Owned and operated by Pat and Clark Cotten and son Elliott, Bending Tree Ranch is located near Damascus, Ark. The 20 acres of rough/wooded land they own offers good browse/forage for their animals. They also utilize another 40 acres for the animals’ browsing. In addition to breeding and raising both registered and commercial stock, she also breeds and sells show wethers. Dominique, a Market show wether, bred by Pat, won 1st place at the Arkansas state fair in 2007, and came in 5th in Over-All Grand Drive. They sell breeding stock nation-wide as well as sell some slaughter stock each year.
“Some people think raising goats is equal to raising cattle,” Pat said. “Goats aren’t grazers, but browsers, more like deer. People get into goats and get back out almost as fast. The demand is strong for good quality meat goats, and the healthy benefits of goat meat. "Bending Tree Ranch got its beginning while we were living in Conroe, Texas, from 1997-2000. My son Elliott was active in 4-H, and he wanted a 4-H project that was not considered “terminal" as most animal species were in that county in Texas. Market goats were new to that area and were not sold in their junior livestock auction at that time, so the students got to keep their animals after showing them. Little Gracie, our first Stiffleg/Boer, started us on our search for more of those meaty Stifflegged (Myotonic) goats."
"We raise three breeds,” she said. “Boer, which most folks are familiar with, Myotonics, which have the highest meat-to-bone ratio of all goat breeds, and a new breed developed by Onion Creek Ranch in Texas called the TexMaster Meat Goat. Plus, we have a few pure Spanish and a couple of dairy goats for milk. We started mainly raising Boer and Boer crosses, but when raised alongside the Myotonics and TexMasters, we found the latter two breeds are lower maintenance animals, hardier, consume less feed but produce a better “product." We have less kidding issues and better mothering. We have down-sized our Boer herd and will eventually phase them out all together. We are fortunate to work along with Onion Creek Ranch in breeding and selling these wonderful goats.”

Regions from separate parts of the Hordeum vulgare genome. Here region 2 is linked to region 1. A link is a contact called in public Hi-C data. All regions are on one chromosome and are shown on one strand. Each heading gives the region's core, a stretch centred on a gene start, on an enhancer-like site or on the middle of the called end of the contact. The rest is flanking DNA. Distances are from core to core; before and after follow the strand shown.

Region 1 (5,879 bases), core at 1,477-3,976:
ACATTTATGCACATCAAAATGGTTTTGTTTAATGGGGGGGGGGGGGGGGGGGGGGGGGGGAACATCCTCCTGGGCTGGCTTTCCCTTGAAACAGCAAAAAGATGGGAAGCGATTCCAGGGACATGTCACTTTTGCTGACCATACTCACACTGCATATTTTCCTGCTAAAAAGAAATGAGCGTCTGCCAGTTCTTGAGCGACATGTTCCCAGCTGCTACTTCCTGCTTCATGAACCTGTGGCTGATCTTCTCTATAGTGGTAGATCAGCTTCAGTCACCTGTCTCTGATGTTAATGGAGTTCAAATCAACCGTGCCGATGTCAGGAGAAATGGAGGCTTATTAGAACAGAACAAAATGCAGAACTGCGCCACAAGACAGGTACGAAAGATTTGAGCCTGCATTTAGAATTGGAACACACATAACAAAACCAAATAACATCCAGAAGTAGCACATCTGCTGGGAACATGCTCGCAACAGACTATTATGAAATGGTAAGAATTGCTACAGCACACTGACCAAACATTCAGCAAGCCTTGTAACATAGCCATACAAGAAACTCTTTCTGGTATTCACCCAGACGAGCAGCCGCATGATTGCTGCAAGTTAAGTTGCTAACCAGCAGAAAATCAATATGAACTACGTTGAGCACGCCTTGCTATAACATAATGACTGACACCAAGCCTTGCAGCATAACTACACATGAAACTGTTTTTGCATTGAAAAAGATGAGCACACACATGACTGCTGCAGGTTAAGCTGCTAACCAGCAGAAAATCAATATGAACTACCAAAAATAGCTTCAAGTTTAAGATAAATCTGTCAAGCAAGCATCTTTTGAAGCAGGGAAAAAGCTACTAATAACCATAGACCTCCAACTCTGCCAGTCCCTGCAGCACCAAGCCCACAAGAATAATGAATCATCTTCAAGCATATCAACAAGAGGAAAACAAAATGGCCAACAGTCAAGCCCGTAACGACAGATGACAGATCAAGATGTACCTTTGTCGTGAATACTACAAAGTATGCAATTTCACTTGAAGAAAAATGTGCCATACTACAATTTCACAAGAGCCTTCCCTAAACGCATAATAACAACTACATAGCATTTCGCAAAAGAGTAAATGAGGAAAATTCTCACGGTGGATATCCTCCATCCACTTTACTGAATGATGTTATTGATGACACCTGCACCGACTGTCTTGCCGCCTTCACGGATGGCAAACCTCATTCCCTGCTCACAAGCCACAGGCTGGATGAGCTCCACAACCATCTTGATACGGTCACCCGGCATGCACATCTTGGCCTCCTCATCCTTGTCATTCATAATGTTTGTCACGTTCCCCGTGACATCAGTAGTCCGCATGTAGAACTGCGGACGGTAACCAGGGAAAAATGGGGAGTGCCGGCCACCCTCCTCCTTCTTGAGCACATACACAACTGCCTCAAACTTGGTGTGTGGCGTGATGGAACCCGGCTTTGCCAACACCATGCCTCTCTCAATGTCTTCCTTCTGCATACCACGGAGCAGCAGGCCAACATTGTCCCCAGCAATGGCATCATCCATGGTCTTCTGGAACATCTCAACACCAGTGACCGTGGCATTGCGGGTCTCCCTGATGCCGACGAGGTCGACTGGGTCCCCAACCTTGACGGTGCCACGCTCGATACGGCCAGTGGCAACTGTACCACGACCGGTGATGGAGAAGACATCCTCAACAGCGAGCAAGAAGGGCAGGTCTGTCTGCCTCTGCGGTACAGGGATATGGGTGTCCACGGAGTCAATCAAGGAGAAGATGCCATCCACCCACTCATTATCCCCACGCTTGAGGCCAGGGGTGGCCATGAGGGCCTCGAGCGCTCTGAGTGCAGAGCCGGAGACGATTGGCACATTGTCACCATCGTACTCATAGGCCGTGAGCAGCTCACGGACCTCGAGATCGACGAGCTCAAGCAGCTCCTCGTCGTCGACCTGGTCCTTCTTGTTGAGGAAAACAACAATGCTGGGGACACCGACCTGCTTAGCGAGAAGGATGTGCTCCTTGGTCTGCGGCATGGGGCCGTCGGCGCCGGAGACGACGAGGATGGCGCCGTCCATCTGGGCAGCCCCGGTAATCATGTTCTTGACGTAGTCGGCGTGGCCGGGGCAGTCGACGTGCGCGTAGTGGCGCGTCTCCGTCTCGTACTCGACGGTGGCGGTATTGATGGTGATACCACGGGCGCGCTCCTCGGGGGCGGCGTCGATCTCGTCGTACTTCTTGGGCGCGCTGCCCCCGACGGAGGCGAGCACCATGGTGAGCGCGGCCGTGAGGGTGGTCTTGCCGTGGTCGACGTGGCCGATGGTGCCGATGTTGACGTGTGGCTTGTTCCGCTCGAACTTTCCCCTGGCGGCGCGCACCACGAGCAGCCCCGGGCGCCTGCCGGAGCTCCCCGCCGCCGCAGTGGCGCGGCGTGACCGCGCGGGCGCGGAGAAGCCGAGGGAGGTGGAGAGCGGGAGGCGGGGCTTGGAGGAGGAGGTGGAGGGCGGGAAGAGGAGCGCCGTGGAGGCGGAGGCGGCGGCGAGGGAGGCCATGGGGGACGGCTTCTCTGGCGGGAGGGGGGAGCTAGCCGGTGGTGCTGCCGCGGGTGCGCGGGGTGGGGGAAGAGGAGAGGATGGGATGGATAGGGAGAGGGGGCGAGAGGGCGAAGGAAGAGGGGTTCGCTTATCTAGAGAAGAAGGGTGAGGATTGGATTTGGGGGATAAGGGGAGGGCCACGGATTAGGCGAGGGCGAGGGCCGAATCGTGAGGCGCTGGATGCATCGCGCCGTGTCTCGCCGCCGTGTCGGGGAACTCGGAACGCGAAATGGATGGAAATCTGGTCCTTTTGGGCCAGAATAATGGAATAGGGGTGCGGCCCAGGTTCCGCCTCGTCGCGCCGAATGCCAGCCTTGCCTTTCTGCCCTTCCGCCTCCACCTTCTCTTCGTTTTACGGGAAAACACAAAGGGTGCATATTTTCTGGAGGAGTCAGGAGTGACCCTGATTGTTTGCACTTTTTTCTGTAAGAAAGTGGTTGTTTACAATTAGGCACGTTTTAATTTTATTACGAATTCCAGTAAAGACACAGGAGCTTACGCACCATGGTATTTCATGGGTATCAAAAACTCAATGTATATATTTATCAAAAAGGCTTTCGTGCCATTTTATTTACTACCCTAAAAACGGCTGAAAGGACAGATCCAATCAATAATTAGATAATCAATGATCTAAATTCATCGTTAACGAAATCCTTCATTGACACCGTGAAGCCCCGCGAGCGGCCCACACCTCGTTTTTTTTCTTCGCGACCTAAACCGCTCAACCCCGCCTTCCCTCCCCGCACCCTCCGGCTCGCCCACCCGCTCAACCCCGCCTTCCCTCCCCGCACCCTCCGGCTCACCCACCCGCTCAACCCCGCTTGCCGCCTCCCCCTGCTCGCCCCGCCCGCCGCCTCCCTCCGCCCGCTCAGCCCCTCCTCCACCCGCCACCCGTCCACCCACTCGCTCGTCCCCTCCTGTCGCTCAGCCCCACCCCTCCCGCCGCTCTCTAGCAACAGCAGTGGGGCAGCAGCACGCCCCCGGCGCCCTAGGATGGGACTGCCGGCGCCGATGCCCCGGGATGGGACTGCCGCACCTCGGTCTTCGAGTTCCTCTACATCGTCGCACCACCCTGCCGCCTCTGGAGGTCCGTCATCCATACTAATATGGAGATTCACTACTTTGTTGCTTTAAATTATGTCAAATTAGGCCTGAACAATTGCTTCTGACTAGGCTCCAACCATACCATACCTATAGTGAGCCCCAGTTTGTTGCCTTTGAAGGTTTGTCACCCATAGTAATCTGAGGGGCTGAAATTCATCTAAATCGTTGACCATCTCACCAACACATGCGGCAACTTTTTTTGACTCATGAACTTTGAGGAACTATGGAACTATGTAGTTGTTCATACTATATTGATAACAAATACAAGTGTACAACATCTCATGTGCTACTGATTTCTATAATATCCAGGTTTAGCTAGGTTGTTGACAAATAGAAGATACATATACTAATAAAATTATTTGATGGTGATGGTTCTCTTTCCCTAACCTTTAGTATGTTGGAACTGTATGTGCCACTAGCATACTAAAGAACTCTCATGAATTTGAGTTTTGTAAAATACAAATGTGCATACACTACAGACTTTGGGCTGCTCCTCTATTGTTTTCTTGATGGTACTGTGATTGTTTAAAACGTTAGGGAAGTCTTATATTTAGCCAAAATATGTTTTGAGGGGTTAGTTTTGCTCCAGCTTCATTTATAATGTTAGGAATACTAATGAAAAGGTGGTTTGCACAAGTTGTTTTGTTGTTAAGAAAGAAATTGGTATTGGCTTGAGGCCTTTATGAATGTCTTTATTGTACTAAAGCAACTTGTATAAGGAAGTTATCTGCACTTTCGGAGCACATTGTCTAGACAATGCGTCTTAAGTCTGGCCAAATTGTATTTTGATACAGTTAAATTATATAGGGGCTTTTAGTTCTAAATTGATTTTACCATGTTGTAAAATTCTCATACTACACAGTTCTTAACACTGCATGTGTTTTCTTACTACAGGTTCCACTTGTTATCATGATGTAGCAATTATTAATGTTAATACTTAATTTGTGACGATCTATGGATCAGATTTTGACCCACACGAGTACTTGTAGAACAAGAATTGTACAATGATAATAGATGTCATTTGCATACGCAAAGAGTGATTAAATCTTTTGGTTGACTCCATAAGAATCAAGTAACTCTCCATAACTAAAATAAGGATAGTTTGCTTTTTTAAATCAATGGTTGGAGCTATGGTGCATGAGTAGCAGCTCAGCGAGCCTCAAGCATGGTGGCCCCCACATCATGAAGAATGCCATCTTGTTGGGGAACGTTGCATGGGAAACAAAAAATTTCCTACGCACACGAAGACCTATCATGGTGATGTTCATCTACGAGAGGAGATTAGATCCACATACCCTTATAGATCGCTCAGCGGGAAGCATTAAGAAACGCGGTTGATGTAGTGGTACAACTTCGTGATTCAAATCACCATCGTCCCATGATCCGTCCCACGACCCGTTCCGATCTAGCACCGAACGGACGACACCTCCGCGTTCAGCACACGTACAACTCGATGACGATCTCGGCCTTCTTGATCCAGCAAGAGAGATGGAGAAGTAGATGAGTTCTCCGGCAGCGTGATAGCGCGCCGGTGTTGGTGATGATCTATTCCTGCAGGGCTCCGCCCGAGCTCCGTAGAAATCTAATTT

A distinctly American breed, the first written record of the Myotonic goats was in Tennessee. A neuromuscular genetic condition that causes them to stiffen and sometimes fall over when startled, gave them the names wood leg, stiff-leg, nervous, or scare goats, with the most common being stiff-leg. Some people recognize the term "fainter" rather than the proper term for these goats which is "Myotonic." They don’t loose consciousness nor does this hurt them in any way. A lot of fainter-type goats are not as big, or heavily muscled as the TMG's, but that is because their breeders have selectively bred for other traits, more than larger size and more muscling.
The rising cost of feed and hay has been a challenge. Pat said, “Unfortunately, we don’t have the land to grow our own hay and feed. We feed a commercial feed and locally grown mixed-grass hay as well as utilize All-Natural cooked protein tubs for the lactating does. We are very fortunate that because of our breeding program and the quality animals we raise, marketing has not been a real problem for us. Raising goats takes a lot of hard work, leaving no time for traveling and such, yet it’s very rewarding. We sit out on early mornings or evenings, watching the goats and kids play, and just forget all our troubles.”


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